They did, however, enjoy the fruit of intellectual emancipation. In the case of Germany, this ideal had a strong national or communal dimension as well.
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In both countries, it found one of its highest expressions in the idea of the University, where the savant works in the realm of Academia submitting to the laws of reason ra- ther than to those of the state. Distinct conceptions These brief historical remarks underscore an essential point about of freedom contemporary academic freedom: it is the product of distinct traditions of thought, at the centre of which lie different, only partly overlapping conceptions of freedom Russell Medieval freedom is primarily corporatist in nature; it benefits individuals as a result of their mem- bership in an organized group.
Enlightenment freedom is closer to the liberal, individualistic conceptions prevalent today. The freedom of the Romantics was a positive one a freedom to create , rather than a negative liberty a freedom from outside interference. Contemporary academic freedom owes something to each of these traditions, and often struggles with commitments that, without being irreconcilable, are often challenging to build into a harmonious whole. Is academic freedom a universal concept? The fact that, in , the World University Service, bringing together organizations from 60 countries, issued the Declaration on Academic Freedom and Autonomy of Institutions of Higher Education the Lima Declaration suggests that this view is shared not just in Europe and North America, but in other parts of the world as well.
If the question above inquires about the cultural origins of the concept as it is commonly understood today, the answer is that — as discussed above — the idea of academic freedom emerged in Europe at the inter- section of several intellectual and social traditions. This does not mean, howev- er, that the principle of academic freedom does not resonate with scholarly or moral or policy perspectives in other areas of the world it has a longstanding tradition in both of the Americas, for instance ; or that it cannot be legitimately advanced as a universal ideal.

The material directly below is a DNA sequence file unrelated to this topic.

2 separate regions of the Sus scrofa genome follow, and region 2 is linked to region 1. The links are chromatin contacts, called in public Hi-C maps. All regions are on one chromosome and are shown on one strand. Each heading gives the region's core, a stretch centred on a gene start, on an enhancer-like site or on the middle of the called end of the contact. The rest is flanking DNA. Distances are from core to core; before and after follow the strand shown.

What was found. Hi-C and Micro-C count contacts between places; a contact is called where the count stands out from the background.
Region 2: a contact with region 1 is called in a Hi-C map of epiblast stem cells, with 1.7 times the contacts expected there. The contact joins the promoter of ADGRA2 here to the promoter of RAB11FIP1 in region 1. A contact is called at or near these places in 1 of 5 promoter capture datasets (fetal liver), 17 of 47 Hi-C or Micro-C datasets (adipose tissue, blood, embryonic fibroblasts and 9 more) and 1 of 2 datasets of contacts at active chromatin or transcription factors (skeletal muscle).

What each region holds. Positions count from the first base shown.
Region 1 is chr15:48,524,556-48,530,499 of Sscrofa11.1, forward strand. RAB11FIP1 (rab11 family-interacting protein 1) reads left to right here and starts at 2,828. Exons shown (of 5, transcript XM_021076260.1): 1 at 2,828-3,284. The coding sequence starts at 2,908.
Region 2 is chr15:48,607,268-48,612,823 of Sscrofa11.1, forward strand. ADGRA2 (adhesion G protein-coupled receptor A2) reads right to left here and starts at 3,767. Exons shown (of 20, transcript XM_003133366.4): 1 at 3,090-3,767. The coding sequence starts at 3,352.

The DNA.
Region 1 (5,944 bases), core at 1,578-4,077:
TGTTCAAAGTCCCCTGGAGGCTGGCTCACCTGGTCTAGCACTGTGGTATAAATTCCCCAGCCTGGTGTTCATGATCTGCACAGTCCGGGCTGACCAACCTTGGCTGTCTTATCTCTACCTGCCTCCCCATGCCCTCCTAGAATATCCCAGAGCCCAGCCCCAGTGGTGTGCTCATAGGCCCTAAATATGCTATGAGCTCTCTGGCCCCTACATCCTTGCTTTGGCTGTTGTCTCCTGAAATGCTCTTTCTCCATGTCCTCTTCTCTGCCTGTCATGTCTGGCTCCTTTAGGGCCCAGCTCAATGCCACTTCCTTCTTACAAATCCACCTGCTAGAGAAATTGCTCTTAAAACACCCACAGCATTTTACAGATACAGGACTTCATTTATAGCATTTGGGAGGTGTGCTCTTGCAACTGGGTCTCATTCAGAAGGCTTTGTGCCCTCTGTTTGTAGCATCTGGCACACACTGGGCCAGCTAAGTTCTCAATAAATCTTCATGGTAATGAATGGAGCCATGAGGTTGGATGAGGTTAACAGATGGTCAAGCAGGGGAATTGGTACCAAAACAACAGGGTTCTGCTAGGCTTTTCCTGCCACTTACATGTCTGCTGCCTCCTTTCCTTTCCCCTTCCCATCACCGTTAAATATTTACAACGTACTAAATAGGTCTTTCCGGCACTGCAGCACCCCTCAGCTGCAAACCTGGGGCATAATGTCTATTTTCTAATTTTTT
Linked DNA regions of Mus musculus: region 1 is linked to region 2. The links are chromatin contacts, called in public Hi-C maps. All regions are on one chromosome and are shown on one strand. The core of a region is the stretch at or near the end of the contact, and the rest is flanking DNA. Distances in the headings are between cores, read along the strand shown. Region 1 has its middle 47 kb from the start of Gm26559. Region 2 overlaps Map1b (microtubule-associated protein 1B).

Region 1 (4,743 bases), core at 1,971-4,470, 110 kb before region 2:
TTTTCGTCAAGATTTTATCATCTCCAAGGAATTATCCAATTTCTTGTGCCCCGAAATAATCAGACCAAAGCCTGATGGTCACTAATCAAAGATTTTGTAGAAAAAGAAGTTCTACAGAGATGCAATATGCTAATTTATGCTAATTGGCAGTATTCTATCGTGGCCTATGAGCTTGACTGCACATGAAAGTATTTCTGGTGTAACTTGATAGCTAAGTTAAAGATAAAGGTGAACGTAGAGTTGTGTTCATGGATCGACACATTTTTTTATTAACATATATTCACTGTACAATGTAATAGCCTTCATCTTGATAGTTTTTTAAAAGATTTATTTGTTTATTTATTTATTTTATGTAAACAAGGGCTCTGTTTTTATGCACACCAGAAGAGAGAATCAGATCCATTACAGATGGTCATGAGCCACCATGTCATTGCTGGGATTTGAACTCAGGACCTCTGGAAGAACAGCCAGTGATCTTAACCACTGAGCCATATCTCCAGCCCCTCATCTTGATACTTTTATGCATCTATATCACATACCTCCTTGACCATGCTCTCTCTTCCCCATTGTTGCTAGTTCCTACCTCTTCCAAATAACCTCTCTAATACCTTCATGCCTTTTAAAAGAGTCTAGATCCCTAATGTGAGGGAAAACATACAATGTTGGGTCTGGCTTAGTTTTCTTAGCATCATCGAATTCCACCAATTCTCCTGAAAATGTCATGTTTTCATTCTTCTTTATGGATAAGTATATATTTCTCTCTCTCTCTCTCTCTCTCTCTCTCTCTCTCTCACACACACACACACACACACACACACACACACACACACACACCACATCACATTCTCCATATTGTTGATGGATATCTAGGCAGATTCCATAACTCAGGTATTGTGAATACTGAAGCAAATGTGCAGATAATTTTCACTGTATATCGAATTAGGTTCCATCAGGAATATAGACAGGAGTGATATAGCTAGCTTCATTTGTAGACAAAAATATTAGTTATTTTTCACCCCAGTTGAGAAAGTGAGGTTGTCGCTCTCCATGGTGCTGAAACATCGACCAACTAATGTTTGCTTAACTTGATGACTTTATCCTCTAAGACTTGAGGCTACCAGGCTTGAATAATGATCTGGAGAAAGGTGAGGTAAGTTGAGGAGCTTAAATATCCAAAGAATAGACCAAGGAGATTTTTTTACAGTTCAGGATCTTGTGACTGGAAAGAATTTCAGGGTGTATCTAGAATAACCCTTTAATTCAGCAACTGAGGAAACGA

First- ly, while the core of the concept is relatively straightforward, its im- plications are often held to extend beyond a narrow interpretation of the notion. Secondly, it is not always clear how academic freedom relates to other important principles of academic organization, in par- ticular to the idea of university autonomy.
The core of academic freedom is aptly defined in this lengthy but The canonical concept carefully phrased definition: [academic freedom is the] personal liberty to pursue the investi- gation, research, teaching, and publication of any subject as a matter of professional interest without vocational jeopardy or threat of other sanction, save only upon adequate demonstration of an inexcusable breach of professional ethics in the exercise of that freedom. Specifically, that which sets academic freedom apart as a distinct freedom is its vocational claim of special and limited accountability in respect to all academically related pur- suits of the teacher-scholar: an accountability not to any institu- tional or societal standard of economic benefit, acceptable inter- est, right thinking, or socially constructive theory, but solely to a fiduciary standard of professional integrity.